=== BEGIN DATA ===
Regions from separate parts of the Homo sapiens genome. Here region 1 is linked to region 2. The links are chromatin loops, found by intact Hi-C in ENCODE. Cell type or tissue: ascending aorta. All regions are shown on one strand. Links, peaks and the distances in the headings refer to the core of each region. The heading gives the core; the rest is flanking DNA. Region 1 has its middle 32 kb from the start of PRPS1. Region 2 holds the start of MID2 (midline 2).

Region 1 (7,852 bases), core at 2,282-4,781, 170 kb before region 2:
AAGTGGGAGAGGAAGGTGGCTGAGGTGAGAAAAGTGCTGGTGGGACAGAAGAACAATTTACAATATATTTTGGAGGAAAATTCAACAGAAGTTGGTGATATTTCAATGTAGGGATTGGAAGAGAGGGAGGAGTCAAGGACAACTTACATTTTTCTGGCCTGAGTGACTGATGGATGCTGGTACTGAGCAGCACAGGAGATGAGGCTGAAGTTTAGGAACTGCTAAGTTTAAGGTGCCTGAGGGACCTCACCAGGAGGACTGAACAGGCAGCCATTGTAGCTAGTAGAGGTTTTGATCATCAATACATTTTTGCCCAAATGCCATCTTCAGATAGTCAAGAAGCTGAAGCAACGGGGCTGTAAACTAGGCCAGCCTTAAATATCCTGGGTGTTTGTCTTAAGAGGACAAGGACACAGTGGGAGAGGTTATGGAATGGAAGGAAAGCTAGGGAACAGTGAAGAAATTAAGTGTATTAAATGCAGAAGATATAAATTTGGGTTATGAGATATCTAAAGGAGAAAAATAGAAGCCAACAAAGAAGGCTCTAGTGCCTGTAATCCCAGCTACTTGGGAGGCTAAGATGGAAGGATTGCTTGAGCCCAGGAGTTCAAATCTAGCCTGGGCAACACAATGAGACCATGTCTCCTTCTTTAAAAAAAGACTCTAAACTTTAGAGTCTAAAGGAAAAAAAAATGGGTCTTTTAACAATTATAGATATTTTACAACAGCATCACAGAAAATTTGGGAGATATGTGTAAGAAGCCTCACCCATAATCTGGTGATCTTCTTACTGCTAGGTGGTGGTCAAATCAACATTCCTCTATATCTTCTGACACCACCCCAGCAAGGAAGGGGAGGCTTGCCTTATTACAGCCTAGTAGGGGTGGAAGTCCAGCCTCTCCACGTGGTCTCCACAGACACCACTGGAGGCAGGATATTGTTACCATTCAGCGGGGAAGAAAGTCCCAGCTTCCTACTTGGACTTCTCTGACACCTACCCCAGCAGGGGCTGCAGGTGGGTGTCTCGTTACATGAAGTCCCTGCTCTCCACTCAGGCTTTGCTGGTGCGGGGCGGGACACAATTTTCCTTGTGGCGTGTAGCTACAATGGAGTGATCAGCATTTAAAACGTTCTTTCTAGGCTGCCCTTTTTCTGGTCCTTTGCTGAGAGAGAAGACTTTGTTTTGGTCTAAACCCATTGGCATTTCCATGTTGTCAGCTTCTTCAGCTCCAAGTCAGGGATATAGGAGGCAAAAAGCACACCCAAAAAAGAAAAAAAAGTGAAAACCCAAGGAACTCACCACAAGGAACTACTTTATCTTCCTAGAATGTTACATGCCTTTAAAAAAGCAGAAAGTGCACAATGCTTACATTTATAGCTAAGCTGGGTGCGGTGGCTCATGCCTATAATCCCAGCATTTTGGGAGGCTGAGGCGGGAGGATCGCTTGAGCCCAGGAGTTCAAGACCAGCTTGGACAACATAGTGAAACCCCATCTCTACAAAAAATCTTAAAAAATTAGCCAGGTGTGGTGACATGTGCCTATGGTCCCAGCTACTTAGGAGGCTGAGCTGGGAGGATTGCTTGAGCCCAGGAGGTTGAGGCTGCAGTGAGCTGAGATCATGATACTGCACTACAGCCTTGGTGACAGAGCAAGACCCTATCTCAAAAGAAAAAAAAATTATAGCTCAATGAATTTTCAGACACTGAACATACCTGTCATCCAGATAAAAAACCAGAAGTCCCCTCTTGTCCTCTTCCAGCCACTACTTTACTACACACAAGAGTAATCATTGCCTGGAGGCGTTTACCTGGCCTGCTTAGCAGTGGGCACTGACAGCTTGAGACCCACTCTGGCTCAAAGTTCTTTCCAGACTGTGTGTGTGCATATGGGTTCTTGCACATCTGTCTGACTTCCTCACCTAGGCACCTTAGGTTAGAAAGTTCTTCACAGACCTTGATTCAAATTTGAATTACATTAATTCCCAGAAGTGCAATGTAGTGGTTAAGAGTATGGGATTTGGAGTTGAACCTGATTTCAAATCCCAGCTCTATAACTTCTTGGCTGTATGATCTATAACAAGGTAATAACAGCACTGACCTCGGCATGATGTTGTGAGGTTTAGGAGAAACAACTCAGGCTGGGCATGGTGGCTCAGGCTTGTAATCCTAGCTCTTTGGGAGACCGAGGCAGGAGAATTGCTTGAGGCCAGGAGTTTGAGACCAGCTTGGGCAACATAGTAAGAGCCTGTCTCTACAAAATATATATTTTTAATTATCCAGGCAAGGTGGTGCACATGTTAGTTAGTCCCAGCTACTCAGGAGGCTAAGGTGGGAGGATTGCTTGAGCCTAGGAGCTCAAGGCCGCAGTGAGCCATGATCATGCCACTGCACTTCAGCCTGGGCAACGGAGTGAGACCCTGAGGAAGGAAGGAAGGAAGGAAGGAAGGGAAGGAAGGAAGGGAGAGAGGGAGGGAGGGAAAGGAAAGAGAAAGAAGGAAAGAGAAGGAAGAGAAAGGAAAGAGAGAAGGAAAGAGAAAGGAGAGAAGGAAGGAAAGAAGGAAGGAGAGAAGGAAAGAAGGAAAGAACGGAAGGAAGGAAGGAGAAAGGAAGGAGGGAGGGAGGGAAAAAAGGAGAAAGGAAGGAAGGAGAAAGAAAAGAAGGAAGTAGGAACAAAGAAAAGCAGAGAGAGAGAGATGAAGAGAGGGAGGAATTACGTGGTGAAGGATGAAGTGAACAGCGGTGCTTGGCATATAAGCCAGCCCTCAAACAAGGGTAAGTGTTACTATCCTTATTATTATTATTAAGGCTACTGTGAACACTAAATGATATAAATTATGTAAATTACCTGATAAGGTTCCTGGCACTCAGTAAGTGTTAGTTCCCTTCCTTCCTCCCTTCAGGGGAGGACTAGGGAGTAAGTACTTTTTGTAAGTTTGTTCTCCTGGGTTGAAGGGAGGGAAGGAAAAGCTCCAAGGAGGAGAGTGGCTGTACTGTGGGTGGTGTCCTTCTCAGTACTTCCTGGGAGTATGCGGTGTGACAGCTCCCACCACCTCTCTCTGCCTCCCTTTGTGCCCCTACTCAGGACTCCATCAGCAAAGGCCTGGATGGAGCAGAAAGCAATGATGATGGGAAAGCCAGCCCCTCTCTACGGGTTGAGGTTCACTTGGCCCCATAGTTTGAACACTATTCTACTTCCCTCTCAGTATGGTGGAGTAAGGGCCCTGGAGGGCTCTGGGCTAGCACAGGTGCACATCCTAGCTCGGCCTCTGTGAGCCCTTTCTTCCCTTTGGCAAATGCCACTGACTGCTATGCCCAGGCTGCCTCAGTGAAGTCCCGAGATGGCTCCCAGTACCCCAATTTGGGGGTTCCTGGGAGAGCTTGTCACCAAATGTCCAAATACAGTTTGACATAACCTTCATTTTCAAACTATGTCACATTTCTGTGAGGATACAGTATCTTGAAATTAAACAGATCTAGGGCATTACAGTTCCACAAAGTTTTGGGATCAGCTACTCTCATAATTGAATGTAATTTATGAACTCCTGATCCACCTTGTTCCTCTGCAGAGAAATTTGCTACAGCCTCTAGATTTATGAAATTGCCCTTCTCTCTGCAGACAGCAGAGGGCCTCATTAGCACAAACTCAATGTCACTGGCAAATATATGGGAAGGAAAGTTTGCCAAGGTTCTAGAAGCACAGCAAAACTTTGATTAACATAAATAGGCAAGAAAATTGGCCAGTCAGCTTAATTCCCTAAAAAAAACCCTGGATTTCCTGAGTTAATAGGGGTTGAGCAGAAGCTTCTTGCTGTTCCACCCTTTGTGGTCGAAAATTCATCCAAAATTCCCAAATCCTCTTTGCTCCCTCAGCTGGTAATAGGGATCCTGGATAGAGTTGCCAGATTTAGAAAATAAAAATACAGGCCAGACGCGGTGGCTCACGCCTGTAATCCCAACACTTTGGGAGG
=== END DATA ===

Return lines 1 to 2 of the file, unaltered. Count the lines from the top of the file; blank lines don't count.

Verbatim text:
Regions from separate parts of the Homo sapiens genome. Here region 1 is linked to region 2. The links are chromatin loops, found by intact Hi-C in ENCODE. Cell type or tissue: ascending aorta. All regions are shown on one strand. Links, peaks and the distances in the headings refer to the core of each region. The heading gives the core; the rest is flanking DNA. Region 1 has its middle 32 kb from the start of PRPS1. Region 2 holds the start of MID2 (midline 2).

Region 1 (7,852 bases), core at 2,282-4,781, 170 kb before region 2: